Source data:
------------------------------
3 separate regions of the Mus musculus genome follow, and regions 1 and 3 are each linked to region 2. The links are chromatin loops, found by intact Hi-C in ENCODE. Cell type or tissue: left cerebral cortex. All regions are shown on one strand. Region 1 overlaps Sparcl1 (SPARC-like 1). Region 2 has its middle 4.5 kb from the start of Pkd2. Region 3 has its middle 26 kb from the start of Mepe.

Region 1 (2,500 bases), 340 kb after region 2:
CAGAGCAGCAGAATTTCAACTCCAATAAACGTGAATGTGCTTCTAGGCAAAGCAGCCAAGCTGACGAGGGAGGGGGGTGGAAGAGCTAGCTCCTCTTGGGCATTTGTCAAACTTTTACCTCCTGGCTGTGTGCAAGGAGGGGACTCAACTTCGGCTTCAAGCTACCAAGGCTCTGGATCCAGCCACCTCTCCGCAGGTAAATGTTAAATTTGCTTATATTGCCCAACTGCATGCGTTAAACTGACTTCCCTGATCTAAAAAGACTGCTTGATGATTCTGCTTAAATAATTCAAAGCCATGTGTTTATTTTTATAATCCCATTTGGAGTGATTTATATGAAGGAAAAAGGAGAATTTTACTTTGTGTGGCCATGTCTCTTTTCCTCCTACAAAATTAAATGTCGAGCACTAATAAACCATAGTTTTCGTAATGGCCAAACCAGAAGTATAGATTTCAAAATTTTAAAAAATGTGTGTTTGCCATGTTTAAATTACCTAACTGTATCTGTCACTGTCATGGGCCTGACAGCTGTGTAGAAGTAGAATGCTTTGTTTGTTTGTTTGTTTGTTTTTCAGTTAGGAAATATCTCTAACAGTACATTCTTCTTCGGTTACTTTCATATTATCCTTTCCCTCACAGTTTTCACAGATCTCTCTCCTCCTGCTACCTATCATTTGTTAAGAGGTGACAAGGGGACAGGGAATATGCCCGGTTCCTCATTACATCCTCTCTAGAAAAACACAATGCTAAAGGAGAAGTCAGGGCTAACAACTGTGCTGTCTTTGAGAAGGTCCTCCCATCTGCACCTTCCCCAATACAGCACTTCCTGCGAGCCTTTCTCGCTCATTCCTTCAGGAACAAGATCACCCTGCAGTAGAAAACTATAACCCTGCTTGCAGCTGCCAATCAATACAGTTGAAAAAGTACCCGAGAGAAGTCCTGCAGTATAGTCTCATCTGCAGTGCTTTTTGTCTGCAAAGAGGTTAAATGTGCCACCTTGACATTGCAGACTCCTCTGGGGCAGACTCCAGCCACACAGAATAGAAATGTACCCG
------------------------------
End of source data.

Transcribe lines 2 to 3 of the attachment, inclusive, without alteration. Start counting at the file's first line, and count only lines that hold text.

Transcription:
Region 1 (2,500 bases), 340 kb after region 2:
CAGAGCAGCAGAATTTCAACTCCAATAAACGTGAATGTGCTTCTAGGCAAAGCAGCCAAGCTGACGAGGGAGGGGGGTGGAAGAGCTAGCTCCTCTTGGGCATTTGTCAAACTTTTACCTCCTGGCTGTGTGCAAGGAGGGGACTCAACTTCGGCTTCAAGCTACCAAGGCTCTGGATCCAGCCACCTCTCCGCAGGTAAATGTTAAATTTGCTTATATTGCCCAACTGCATGCGTTAAACTGACTTCCCTGATCTAAAAAGACTGCTTGATGATTCTGCTTAAATAATTCAAAGCCATGTGTTTATTTTTATAATCCCATTTGGAGTGATTTATATGAAGGAAAAAGGAGAATTTTACTTTGTGTGGCCATGTCTCTTTTCCTCCTACAAAATTAAATGTCGAGCACTAATAAACCATAGTTTTCGTAATGGCCAAACCAGAAGTATAGATTTCAAAATTTTAAAAAATGTGTGTTTGCCATGTTTAAATTACCTAACTGTATCTGTCACTGTCATGGGCCTGACAGCTGTGTAGAAGTAGAATGCTTTGTTTGTTTGTTTGTTTGTTTTTCAGTTAGGAAATATCTCTAACAGTACATTCTTCTTCGGTTACTTTCATATTATCCTTTCCCTCACAGTTTTCACAGATCTCTCTCCTCCTGCTACCTATCATTTGTTAAGAGGTGACAAGGGGACAGGGAATATGCCCGGTTCCTCATTACATCCTCTCTAGAAAAACACAATGCTAAAGGAGAAGTCAGGGCTAACAACTGTGCTGTCTTTGAGAAGGTCCTCCCATCTGCACCTTCCCCAATACAGCACTTCCTGCGAGCCTTTCTCGCTCATTCCTTCAGGAACAAGATCACCCTGCAGTAGAAAACTATAACCCTGCTTGCAGCTGCCAATCAATACAGTTGAAAAAGTACCCGAGAGAAGTCCTGCAGTATAGTCTCATCTGCAGTGCTTTTTGTCTGCAAAGAGGTTAAATGTGCCACCTTGACATTGCAGACTCCTCTGGGGCAGACTCCAGCCACACAGAATAGAAATGTACCCG